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FOR IMMEDIATE RELEASE:
( September 2, 1997)
SDSM& T PROFESSOR’S ARTICLE ANALYZES HOW THE NATIONAL FOOTBALL LEAGUE RATES PASSERS
Dr. Roger Johnson, Associate Professor of Mathematics at the South Dakota School of Mines & Technology ( SDSM& T), has published an article analyzing how the National Football League rates passers. Dr. Johnson’s article appears in the current issue of The Journal of Undergraduate Mathematics and Its Applications and is entitled “ How Does the National Football League ( NFL) Rate Passers?”
The particular way the NFL computes its rating is generally unknown despite the fact that the rating is often discussed by broadcasters, sports writers, and fans. Rating values are important in quarterback contract negotiations and have even been used in trade agreements. A passer’s NFL rating depends upon the following four statistics: 1) yards per passing attempt; 2) interception percentage; 3) touchdown percentage; and 4) completion percentage.
Utilizing a mathematical method called " least squares," Dr. Johnson shows in his article that the first two of these statistics -- yards per passing attempt and interception percentage -- are the most influential in determining a passer’s rating with touchdown percentage closely behind. Completion percentage is a distant fourth in influencing a passer’s NFL rating.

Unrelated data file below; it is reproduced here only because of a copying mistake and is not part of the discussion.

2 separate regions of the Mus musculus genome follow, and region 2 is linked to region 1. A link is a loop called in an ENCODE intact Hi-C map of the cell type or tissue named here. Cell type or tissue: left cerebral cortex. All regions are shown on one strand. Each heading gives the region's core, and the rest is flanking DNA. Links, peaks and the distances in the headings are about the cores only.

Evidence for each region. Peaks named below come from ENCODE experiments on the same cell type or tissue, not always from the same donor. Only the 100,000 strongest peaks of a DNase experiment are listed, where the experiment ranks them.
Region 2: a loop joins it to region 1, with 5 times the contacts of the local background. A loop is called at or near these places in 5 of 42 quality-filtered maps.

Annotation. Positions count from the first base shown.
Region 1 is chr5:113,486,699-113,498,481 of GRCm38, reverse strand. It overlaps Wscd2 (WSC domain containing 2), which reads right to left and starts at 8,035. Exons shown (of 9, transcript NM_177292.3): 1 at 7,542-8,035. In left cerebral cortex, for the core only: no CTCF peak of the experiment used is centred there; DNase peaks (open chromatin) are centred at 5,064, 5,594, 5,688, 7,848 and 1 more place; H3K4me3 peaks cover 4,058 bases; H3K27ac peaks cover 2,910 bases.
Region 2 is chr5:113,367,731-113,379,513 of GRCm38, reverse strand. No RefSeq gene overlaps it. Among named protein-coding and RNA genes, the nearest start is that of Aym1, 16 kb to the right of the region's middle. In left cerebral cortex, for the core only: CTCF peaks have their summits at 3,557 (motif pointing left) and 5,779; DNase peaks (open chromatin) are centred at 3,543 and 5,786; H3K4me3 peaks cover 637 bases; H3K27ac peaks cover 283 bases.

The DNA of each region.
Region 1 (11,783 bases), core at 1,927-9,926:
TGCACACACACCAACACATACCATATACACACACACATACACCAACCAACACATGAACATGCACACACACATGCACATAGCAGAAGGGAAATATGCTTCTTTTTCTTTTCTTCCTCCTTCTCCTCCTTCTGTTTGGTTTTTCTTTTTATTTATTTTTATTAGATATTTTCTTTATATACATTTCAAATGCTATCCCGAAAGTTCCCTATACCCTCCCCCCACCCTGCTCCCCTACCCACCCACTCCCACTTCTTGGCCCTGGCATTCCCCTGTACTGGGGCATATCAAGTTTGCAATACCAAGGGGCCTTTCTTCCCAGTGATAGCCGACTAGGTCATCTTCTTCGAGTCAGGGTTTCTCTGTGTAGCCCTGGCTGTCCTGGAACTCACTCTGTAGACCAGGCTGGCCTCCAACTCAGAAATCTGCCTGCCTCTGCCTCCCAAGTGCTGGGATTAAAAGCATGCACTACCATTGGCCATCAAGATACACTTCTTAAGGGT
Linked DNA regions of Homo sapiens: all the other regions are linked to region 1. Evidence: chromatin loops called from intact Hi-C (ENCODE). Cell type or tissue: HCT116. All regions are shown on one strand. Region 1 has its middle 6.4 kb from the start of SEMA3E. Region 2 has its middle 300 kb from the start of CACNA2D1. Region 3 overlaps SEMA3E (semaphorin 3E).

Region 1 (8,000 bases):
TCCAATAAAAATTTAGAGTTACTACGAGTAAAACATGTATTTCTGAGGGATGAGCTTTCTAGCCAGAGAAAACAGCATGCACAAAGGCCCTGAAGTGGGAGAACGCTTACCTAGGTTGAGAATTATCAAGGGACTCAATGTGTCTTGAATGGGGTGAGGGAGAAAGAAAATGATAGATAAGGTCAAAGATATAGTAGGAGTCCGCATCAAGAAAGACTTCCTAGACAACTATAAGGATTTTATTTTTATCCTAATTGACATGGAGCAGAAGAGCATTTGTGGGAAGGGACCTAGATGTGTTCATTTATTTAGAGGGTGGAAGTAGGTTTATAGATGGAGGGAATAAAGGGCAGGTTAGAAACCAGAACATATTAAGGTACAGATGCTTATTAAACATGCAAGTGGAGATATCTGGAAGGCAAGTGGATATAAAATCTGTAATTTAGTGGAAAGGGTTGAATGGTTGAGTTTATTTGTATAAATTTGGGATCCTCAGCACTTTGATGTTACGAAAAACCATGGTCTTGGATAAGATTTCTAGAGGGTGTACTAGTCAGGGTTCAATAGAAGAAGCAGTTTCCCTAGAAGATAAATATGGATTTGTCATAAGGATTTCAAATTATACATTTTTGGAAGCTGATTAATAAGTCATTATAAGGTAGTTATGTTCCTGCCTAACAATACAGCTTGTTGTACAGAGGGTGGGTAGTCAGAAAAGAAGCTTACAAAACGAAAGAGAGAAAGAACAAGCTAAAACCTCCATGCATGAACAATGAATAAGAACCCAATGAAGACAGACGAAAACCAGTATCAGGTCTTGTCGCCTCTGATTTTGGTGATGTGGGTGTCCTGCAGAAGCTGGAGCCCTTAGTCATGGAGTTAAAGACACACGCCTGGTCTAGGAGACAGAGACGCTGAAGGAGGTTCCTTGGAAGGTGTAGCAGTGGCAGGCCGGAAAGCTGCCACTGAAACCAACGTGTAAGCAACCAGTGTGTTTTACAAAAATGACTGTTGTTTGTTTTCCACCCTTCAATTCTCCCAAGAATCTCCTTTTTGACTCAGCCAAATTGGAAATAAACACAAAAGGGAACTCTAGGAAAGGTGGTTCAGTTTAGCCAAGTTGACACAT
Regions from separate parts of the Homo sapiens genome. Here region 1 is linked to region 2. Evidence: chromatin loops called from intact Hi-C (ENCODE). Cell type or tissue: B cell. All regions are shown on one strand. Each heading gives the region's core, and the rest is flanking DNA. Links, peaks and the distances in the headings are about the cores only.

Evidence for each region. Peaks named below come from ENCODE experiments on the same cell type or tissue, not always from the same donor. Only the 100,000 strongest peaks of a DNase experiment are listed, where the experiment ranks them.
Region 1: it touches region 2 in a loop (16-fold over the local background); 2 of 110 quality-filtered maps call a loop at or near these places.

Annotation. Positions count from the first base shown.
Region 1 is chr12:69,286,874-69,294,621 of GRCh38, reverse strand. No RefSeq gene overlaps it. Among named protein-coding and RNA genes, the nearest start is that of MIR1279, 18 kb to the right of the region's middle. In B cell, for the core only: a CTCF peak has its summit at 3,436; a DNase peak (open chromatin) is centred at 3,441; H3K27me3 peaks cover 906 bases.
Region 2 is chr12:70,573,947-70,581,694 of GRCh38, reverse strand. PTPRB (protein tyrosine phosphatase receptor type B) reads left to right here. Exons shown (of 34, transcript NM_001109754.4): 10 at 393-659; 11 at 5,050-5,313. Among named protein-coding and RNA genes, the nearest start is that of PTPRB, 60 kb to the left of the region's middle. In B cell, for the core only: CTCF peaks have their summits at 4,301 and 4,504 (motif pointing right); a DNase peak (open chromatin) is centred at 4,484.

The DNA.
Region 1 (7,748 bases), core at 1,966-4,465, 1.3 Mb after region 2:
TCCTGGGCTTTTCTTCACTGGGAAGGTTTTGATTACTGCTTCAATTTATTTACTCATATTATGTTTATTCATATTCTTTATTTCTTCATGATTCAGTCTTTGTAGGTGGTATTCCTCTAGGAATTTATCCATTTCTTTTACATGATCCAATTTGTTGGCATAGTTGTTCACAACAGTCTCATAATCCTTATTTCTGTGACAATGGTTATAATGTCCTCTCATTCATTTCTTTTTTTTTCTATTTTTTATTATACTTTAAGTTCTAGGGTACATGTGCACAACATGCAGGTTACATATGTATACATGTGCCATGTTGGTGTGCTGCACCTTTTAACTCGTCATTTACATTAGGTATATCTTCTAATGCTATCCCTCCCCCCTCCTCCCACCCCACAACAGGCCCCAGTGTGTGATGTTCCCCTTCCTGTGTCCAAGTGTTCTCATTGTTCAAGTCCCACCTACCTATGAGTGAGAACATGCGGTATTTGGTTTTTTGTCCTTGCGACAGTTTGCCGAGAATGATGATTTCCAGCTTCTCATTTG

As of the beginning of the current NFL season, the top all- time passers with a minimum of 1,500 pass attempts are Steve Young ( with a 96.2 rating), Joe Montana ( 92.3), Brett Favre ( 88.6), and Dan Marino ( 88.3). Although used since 1973, the NFL’s method of rating passers has been criticized by some individuals. For example, Harvard statistician Carl Morris notes that any passers with a rating less than 83.3 would improve their passer rating by completing their next pass for no gain.
Dr. Johnson’s article also determines the rating method used by the National College Athletic Association ( NCAA). The NCAA method uses the same four passing statistics as the NFL but with somewhat different weightings. In particular, the importance of interception percentage and touchdown percentage are reversed from the NFL method.
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